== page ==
Emulators are easy and convenient, but for some retrocomputing enthusiasts nothing comes close to running classic software on actual era-appropriate hardware. This can become a problem, though, for those into vintage PC gaming: old PCs and their monitors are notoriously large and heavy, meaning that even a modest collection will quickly fill up a decent family home. There is a solution however, as [The Eric Experiment] demonstrates in his latest video. He designed and built a 3D-printed mini PC that runs on an actual 486 processor.
An ordinary desktop motherboard would have required a rather large case to begin with, so [Eric] started his project by buying an old industrial PC board. Such a device has the processor and all main motherboard components sitting on an ISA card, which then connects to other ISA cards through a backplane. This way, a complete system with expansion cards can be made way more compact than even the sleekest desktop PCs of the time. An SD-card-to-IDE converter makes for an extremely slim hard drive replacement, while a Gotek floppy emulator allows the system to boot as if there’s actually a floppy drive present.
All of this is pretty neat to begin with, but by far the most impressive parts of the Tiny 486 project are the enclosures that [Eric] designed for the PC and its accompanying monitor. Both were modelled off real-world examples and are accurate down to the smallest details: the tilting stand that clips onto the base of the monitor for instance, or the moving latch on the faux 5.25″ floppy drive. That latch operates a cleverly hidden door that reveals the USB connector for the floppy emulator. The compulsory seven-segment LED display on the mini tower’s front panel now finally serves a useful purpose – indicating which floppy image is currently active.
Sporting an Intel 486-DX4 100 MHz processor, 32 MB of RAM, a Tseng ET4000 video card and an ESS Audiodrive for sound, the tiny 486 can run DOS or Windows 95, although performance in the latter is a bit limited due to the lack of a local-bus video card. It’s perfectly fine for most DOS games though, and a lot more practical than a full-sized desktop PC.
[Emupedia]’s work to preserve computer history by way of making classic and abandoned games and software as accessible as possible is being done in a handy way: right in your browser with EmuOS.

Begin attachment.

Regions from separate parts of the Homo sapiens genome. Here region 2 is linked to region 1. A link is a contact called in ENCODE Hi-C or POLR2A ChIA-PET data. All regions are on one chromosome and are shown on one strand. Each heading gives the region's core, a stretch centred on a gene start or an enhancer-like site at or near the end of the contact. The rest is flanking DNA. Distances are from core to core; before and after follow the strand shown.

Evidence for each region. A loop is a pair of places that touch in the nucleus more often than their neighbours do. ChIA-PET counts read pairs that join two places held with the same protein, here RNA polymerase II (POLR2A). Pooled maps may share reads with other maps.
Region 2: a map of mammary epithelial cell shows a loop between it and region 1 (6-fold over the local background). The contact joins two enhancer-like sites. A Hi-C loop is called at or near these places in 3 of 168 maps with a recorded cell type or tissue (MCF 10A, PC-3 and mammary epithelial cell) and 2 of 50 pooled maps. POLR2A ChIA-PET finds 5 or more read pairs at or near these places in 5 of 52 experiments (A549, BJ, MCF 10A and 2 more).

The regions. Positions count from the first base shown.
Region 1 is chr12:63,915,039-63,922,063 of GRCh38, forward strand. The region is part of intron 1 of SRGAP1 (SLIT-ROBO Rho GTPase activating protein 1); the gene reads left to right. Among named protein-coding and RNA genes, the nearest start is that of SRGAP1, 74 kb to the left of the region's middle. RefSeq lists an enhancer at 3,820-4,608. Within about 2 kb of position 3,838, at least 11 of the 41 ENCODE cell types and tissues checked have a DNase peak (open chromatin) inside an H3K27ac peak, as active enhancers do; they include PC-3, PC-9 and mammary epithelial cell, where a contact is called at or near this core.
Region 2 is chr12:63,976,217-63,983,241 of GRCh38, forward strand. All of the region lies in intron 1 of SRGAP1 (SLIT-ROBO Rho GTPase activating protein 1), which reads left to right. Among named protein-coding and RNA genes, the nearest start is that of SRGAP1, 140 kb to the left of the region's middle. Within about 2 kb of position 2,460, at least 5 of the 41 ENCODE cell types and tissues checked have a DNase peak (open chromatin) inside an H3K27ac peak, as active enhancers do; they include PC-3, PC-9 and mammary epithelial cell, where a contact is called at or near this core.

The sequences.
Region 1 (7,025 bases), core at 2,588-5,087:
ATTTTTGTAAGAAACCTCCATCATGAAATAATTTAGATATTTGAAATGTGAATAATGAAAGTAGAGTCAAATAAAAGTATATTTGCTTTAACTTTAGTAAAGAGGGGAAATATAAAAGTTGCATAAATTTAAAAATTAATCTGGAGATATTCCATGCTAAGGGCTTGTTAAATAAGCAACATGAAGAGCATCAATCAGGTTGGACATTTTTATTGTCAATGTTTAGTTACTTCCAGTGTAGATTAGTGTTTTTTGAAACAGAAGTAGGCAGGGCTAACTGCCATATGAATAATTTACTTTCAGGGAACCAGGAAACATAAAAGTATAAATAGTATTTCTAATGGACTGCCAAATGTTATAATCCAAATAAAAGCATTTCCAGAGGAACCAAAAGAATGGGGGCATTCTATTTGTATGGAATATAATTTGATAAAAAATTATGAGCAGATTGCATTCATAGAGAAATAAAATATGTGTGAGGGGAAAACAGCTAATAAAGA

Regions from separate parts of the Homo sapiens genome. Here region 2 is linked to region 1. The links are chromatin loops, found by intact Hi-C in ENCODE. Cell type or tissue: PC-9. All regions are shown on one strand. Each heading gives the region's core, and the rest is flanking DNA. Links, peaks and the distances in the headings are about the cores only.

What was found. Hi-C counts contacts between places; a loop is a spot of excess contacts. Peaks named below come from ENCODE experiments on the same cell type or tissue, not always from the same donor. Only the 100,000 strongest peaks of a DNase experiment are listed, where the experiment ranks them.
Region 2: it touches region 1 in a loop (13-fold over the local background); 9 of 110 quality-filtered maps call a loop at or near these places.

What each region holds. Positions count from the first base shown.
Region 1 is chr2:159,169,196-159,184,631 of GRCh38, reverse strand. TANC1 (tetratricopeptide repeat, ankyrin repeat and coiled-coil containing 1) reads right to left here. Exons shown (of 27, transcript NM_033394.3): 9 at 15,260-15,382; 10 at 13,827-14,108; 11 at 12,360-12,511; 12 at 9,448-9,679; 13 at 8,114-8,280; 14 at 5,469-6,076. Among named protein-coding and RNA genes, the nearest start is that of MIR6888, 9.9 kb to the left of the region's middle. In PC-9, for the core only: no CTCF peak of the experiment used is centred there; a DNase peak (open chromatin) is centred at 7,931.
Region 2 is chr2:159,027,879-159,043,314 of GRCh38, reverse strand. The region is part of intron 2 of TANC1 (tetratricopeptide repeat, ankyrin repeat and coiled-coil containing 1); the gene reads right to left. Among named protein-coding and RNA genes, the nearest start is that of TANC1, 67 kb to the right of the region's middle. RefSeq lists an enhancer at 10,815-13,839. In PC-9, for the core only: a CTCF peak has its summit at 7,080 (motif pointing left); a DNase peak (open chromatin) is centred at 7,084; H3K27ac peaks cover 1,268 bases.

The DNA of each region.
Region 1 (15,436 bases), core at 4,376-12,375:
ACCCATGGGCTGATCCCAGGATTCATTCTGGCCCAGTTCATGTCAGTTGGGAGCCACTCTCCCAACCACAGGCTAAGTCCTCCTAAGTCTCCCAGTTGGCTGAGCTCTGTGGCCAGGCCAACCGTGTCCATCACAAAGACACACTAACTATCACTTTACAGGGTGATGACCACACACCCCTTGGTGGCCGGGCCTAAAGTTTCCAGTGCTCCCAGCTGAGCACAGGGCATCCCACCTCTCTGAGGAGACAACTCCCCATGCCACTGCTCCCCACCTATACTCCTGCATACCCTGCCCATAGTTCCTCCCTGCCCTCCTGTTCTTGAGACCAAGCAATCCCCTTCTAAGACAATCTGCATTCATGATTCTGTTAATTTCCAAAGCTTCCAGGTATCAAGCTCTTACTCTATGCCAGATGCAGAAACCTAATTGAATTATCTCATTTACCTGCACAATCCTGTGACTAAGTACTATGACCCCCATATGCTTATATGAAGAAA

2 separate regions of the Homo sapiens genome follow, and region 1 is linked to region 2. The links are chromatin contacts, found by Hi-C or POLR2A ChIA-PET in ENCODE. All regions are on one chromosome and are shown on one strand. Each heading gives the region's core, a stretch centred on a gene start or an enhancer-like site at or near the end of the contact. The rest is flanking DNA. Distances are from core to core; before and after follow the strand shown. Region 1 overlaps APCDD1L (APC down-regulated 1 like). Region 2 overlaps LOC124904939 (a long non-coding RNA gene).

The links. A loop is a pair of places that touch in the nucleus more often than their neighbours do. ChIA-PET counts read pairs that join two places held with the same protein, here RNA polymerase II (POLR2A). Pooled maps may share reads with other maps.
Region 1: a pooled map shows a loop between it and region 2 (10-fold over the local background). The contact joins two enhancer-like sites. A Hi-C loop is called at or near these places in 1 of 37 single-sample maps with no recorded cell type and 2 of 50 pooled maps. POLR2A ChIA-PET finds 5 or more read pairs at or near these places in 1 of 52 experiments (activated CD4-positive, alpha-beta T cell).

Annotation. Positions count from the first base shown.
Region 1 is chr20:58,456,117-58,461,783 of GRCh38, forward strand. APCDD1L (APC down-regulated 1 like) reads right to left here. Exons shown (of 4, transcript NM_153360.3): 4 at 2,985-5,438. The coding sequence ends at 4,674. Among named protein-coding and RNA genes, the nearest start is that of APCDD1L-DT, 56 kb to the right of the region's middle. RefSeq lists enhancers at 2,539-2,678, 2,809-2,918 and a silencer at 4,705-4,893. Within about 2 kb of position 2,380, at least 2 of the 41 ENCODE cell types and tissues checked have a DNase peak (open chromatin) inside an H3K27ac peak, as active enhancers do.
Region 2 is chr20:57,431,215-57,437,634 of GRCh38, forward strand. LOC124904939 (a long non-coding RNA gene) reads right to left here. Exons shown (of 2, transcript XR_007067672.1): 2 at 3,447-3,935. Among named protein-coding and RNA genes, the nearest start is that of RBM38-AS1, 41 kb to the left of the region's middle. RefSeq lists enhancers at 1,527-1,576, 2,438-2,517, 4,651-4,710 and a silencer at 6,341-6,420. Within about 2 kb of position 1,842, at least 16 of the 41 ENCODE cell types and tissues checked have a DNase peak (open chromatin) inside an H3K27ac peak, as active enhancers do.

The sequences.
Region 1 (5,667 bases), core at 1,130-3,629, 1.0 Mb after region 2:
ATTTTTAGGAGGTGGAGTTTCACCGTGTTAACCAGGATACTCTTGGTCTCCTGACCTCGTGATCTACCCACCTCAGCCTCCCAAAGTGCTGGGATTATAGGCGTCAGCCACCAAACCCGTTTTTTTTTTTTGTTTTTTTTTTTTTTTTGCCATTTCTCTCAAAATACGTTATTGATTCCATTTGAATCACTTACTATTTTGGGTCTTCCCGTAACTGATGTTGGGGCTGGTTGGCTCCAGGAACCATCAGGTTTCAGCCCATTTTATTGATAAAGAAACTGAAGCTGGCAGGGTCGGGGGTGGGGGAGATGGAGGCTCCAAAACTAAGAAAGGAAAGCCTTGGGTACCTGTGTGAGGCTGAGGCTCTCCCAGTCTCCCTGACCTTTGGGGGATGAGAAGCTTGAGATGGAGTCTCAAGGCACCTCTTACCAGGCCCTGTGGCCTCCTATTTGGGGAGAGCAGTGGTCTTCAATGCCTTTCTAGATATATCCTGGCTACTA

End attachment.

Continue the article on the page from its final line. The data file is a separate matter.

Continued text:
Doing things this way has powerful “Just Works” energy. Visit that link in a modern browser and in no time at all you’ll be looking at a Windows 95 (or Windows 98, or Windows ME) desktop, filled with a ton of shortcuts to pre-installed and ready-to-run classic software. Heck, you can even keep it simple and be playing the original Microsoft Solitaire in no time flat. There is also a whole ton of DOS software waiting to be fired up, just double-click the DOSBox icon, and browse a huge list. The project is still in development, so not everything works, but the stuff that does is awfully slick.
If there’s one good thing to be said about the chip shortage of 2020-2023 (and counting!) it’s that a number of us were forced out of our ruts, and pushed to explore parts that we never would have otherwise. Or maybe it’s just me.
Back in the old times, I used to be a die-hard Atmel AVR fan for small projects, and an STM32 fan for anything larger. And I’ll freely admit, I got stuck in my ways. The incredible abundance of dev boards in the $2 range also helped keep me lazy. I had my thing, and I was fine sticking with it, admittedly due to the low price of those little blue pills.
And then came the drought, and like everyone else, my stockpile of microcontrollers started to dwindle. Replacements at $9 just weren’t an option, so I started looking around. And it’s with no small bit of shame that I’ll admit that I hadn’t been keeping up with the changes as much as I should have. Nowadays, it’s all ESP32s and RP2040s over here, and granted there’s a bit of a price bump, but the performance is there in abundance. But I can’t help feeling like I’m a few years back of the cutting edge.
So when I see work like what [CNLohr] and [Bitluni] are doing with the ultra-cheap CH32V003 microcontrollers, it makes me think that I need to start filling in gaps in my comfortable working-set of chips again. But how the heck am I supposed to keep up? And how do you? It took a global pandemic and silicon drought to force me out of my comfort zone last time. Can the simple allure of dirt-cheap chips get me out? We’ll see!
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Quick references are handy, but sometimes it’s nice to have a process demonstrated from beginning to end. In that spirit, [Darren Stone] created a video demonstrating how to model a twisted part in FreeCAD, showing the entire workflow of creating the part as a blend of surfaces and curves that get turned into a solid.
FreeCAD is organized using the concept of multiple “workbenches” which are each optimized for different tools and operations, and [Darren] walks through doing the same jobs in a few different ways.
This twisted bracket is a simple part that is nevertheless nontrivial from a CAD perspective, and that makes it a good candidate for showing off the different workbenches and tools.
The video below is also pretty good overall demonstration of what designing a part from a mechanical drawing looks like when done in FreeCAD. As for mechanical drawings themselves, we’ve seen FreeCAD can be used to make those, too.